When Discipline and Special Education Collide: Discipline Under the IDEA
Education Practice Alert
It is not uncommon for people to take somewhat extreme positions on disciplining special education students, suggesting either that one can never discipline a special education student or, at the other end of the spectrum, that discipline is or should always be the same for special education students as it is for any other student. However, both the Individuals with Disabilities Education Act (IDEA) and Pennsylvania law take a more nuanced approach, and knowing the lay of the land can help to avoid the pitfalls of this sometimes thorny issue.
For many disciplinary infractions, special education and other students are treated the same. Under the IDEA, a school district may discipline a special education student the same as it would any other student if the discipline involves a change in placement or suspension of less than 10 days, with additional limits discussed below under Pennsylvania law. Thus, for many minor disciplinary infractions, special education issues are limited or nonexistent.
However, if the proposed discipline would lead to a suspension or change to an alternative placement for more than 10 school days or a cumulative 15 school days for the school year, there are special education matters that need to be considered. Under Pennsylvania law, school districts must consider the cumulative number of days of discipline. For example, if a student protected under IDEA commits a disciplinary infraction and the discipline proposed is a six-day suspension, under the IDEA the student could be disciplined without any issues, as it is a less than 10-day suspension. However, if the student has had prior disciplinary action against him or her in the same school year (for example, two prior five-day suspensions), there are special education considerations under Pennsylvania regulations once there are 15 cumulative days of discipline action for the school year. Thus, in determining if special education issues exist, it is critical to look at both the proposed discipline and any prior discipline from the same school year.
Once it is determined there are special education issues, the school district must hold a manifestation determination within 10 school days of the decision to change the student’s placement or the suspension. The 10-day period is critical because it allows time for the school district to suspend, in most cases, the student for a period of time while it investigates the matter.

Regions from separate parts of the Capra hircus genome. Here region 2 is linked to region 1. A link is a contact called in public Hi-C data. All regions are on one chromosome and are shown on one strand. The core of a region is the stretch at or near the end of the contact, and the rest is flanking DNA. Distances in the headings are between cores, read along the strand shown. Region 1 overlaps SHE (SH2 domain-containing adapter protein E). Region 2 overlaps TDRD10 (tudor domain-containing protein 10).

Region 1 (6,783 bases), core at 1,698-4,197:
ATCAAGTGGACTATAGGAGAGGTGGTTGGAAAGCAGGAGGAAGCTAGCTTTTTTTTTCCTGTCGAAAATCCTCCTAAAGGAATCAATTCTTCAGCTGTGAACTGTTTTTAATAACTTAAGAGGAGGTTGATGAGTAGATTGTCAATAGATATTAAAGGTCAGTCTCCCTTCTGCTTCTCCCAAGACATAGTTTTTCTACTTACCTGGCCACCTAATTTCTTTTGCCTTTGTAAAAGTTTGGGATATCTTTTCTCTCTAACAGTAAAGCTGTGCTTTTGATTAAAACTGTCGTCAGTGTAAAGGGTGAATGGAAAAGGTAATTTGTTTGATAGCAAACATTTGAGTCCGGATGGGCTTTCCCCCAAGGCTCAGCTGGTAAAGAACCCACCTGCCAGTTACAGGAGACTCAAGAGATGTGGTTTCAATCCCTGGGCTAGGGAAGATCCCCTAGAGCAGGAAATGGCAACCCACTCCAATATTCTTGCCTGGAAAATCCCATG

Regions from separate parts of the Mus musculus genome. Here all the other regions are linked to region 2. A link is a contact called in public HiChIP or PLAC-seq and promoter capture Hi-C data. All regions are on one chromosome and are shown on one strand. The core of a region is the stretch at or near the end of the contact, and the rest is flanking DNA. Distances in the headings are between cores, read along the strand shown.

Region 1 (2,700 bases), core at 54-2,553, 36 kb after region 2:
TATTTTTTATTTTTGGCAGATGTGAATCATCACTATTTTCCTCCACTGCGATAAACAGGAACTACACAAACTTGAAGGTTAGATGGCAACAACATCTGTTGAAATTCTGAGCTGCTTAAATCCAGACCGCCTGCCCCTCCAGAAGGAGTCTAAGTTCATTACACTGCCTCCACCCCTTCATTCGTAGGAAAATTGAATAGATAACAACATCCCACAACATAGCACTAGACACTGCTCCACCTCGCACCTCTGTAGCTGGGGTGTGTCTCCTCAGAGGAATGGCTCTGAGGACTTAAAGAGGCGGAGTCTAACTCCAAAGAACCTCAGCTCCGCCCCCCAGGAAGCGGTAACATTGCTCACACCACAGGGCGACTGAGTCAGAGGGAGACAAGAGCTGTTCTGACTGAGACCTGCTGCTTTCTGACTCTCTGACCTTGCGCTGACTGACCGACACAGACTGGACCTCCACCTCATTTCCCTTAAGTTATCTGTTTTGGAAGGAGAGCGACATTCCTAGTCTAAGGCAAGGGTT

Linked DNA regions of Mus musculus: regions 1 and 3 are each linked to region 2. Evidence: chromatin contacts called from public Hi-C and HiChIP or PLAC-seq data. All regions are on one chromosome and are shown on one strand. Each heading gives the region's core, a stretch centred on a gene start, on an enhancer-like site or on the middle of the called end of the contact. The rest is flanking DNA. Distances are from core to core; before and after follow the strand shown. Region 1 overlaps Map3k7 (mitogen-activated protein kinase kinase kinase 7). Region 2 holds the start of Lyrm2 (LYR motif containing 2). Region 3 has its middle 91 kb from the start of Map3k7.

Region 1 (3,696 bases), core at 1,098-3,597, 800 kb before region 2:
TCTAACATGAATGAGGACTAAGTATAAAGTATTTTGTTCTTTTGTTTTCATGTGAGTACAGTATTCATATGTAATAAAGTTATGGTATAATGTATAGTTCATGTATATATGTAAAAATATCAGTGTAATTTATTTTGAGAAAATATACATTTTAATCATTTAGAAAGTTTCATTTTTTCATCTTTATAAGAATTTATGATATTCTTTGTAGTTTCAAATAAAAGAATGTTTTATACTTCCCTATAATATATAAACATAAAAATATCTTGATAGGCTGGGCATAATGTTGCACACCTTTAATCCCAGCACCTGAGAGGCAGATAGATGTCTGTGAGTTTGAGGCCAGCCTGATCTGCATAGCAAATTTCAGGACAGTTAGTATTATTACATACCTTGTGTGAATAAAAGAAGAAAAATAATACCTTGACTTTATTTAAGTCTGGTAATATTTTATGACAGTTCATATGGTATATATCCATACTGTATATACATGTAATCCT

During the course of the manifestation determination, members of the student’s IEP team must determine if (1) the conduct at issue “was caused by, or had a direct and substantial relationship to” the student’s disability, or (2) the conduct was “the direct result of the [district’s] failure to implement the IEP.” 20 U.S.C. § 1415(E)(i). In many cases, this will be a fact-driven determination and will depend upon the nature of the student’s disability. For example, for students with specific learning disabilities in certain academic areas such as math or reading, it is generally less likely the behavior was a manifestation of the disability; it is a much closer call for students with ADHD or emotionally disturbed students if impulsive behavior is involved. If the behavior is not a manifestation, discipline may proceed as it would against any other student. If it is a manifestation, the student needs to be returned to school and an FBA conducted or reviewed and the IEP revised as a result.
Finally, there are always cases, and the drafters of the IDEA acknowledge this, in which discipline is necessary and appropriate regardless of whether it is a manifestation of the student’s disability. The IDEA provides for three exceptions that allow for up to a 45-school-day expulsion, irrespective of whether the behavior is a manifestation of the disability, in the cases of (1) possession of a weapon, (2) knowingly possessing or using illegal drugs and (3) inflicting serious bodily injury. However, it is important to note the IDEA defines these offenses somewhat narrowly and a student may have the ability to appeal the decision that the offense qualifies under one of these exceptions. Courts have generally taken a very limited view of the serious bodily injury exception by limiting it to only the most serious cases. Likewise, a student who claims that drugs found on him or her were put there by someone else without his or her knowledge, if true, likely did not knowingly possess the drugs. Thus, a careful review of the facts, and perhaps consultation with your solicitor, is needed in this cases.
One final important note is that the protections from discipline under the IDEA apply not only to students identified, or students with IEPs, but also to students suspected of having a disability prior to the disciplinary infraction. This additional protection comes into play if the parent has expressed a concern that the child is in need of special education, the student is being evaluated for special education or a school employee has expressed concern to the director of special education about a pattern of the student’s behavior.
While the discipline of a special education student can be a thorny issue, knowing the lay of the land and the limits on what can and cannot be done is one way to avoid liability when these two areas collide.
For more information about this alert, please contact Timothy E. Gilsbach at 610.397.6511 or email@example.com or any member of Fox Rothschild’s Education Practice Group.